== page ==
Should you buy stocks now or wait for a recovery? This is a question many investors are likely asking themselves right now amid this bear market. No one wants to buy a stock only to see it continue falling for weeks, months, or even years. But at the same time, you'll never know for sure when the bottom has been reached until long after a stock has rallied.

There is a potential solution for investors to consider here -- one that could balance both of those risks.

Dollar-cost averaging makes a lot of sense

Dollar-cost averaging is a strategy that involves investing equal amounts of money into a stock at regular intervals. By doing this, you can avoid making one large buy today only to cringe at seeing the stock's value go even lower next month.

Instead, you can spread the total amount of what you plan to invest over several months, a year, or even longer. Then if the stock's price falls, your average cost comes down as you make subsequent purchases. At the same time, if the markets recover and the stock rises in value, then you benefit from those gains.

Here's how it works

Let's take a stock like Teladoc Health (TDOC 0.26%) as an example. It's a leader in the telehealth industry, and the sector is a growing one; analysts from Fortune Business Insights project that it will grow at a compound annual growth rate of 32.1% through 2028, when it will be worth more than $636 billion. Given the potential, a stock like Teladoc could make for a solid, long-term buy.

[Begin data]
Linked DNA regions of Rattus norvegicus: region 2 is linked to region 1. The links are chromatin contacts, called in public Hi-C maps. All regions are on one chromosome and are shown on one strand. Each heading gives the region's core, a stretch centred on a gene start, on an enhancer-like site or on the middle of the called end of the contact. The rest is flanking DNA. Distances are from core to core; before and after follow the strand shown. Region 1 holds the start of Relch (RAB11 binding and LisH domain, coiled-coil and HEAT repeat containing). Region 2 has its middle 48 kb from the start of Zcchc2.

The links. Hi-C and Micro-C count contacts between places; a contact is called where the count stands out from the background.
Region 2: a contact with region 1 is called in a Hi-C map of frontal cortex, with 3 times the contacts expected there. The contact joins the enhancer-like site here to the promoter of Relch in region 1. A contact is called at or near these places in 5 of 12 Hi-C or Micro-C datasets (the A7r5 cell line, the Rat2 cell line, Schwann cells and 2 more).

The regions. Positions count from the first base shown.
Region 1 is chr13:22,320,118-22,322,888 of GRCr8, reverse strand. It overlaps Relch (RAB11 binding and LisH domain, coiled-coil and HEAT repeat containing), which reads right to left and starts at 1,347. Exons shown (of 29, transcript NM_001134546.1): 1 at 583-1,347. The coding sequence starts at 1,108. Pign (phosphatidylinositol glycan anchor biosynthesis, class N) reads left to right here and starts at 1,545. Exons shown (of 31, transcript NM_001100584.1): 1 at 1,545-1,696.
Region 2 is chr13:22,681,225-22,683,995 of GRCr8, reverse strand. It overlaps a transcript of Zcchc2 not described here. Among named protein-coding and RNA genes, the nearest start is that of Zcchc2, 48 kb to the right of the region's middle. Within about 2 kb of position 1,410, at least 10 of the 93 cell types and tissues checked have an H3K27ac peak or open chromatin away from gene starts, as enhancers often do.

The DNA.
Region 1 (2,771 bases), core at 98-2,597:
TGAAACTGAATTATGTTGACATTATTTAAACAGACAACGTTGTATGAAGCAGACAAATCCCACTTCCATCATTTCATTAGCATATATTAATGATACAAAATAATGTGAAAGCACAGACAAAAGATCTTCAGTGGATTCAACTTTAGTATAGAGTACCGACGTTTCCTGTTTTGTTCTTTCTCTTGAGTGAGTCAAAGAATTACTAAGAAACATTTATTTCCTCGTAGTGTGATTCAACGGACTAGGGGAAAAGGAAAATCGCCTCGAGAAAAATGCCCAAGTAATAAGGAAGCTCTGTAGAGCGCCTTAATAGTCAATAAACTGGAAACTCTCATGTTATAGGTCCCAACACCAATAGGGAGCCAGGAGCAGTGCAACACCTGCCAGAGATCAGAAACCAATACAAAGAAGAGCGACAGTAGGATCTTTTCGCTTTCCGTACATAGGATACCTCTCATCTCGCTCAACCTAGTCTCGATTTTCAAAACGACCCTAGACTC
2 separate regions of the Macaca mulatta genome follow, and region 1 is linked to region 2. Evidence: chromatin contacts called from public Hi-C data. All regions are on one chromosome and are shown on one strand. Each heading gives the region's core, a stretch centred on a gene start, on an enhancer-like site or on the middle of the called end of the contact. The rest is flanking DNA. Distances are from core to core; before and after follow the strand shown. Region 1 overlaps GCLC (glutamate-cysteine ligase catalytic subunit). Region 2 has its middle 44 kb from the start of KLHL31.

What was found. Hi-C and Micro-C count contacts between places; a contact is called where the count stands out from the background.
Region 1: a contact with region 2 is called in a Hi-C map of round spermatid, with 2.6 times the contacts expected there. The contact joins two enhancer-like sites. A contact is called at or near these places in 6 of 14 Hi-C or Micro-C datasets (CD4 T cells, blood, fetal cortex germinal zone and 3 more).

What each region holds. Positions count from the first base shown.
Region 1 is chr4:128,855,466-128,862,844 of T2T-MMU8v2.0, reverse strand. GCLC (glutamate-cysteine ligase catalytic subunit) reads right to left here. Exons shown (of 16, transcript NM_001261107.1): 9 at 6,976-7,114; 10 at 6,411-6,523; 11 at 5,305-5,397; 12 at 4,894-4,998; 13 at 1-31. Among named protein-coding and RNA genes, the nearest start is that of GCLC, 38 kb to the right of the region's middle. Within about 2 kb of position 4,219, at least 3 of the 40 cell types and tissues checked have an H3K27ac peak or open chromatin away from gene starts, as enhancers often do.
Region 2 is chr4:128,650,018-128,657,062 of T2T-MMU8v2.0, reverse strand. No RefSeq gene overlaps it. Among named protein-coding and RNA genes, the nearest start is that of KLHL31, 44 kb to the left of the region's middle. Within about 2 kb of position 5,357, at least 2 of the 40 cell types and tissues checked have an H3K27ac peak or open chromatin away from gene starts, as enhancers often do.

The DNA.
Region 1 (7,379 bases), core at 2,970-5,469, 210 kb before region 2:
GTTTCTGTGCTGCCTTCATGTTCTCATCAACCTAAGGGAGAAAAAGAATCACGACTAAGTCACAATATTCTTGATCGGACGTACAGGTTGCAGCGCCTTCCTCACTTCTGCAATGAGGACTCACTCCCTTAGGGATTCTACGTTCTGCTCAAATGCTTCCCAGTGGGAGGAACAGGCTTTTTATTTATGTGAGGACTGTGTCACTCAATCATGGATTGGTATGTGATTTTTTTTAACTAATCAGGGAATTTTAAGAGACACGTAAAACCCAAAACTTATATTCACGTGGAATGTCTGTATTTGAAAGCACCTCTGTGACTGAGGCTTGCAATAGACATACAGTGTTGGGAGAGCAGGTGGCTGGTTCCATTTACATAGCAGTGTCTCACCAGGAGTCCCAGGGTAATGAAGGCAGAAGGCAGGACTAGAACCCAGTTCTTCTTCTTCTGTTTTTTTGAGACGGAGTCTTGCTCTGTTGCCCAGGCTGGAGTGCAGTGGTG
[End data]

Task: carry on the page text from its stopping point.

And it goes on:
However, shares of the telehealth giant have been falling sharply this year, down 61% while the S&P 500 has declined by just 21%. Investors may be hesitant to take a chance on the stock given its slowing growth rate. But if the telehealth market generates the gains analysts expect, then Teladoc should make for a top growth stock to own over the long term.

If you had invested $1,000 in the stock at the start of the year, your investment would be worth approximately $390 right now. But if instead you had set aside a plan to buy roughly $167 worth of shares of the stock every month through the first six months of the year, here's how your average would look:

Source: Yahoo Finance. Chart by author.

For the sake of keeping things simple, the chart above assumes a purchase is made on the first trading day of the month at that day's closing price.

By the start of June, your average cost would be just under $56. Your total investment would remain roughly $1,000, but now, with Teladoc's stock trading at around $35, you'd be down 37% instead of 61%. Your investment would be worth $630 versus $390 had you made just one large investment at the start of the year. It's still a loss but a much smaller -- and hopefully temporary -- one given the sector's outlook.

It doesn't always work out this way, but dollar-cost averaging can be a sound strategy when a stock has good fundamentals and promising growth prospects.

Should you use dollar-cost averaging?

Using dollar-cost averaging can be a great way to stay invested in the stock market while resisting the temptation to try to time the market. If you have a quality investment you want to buy and hold, then it's a strategy that can work well for you and lead to some great gains down the road.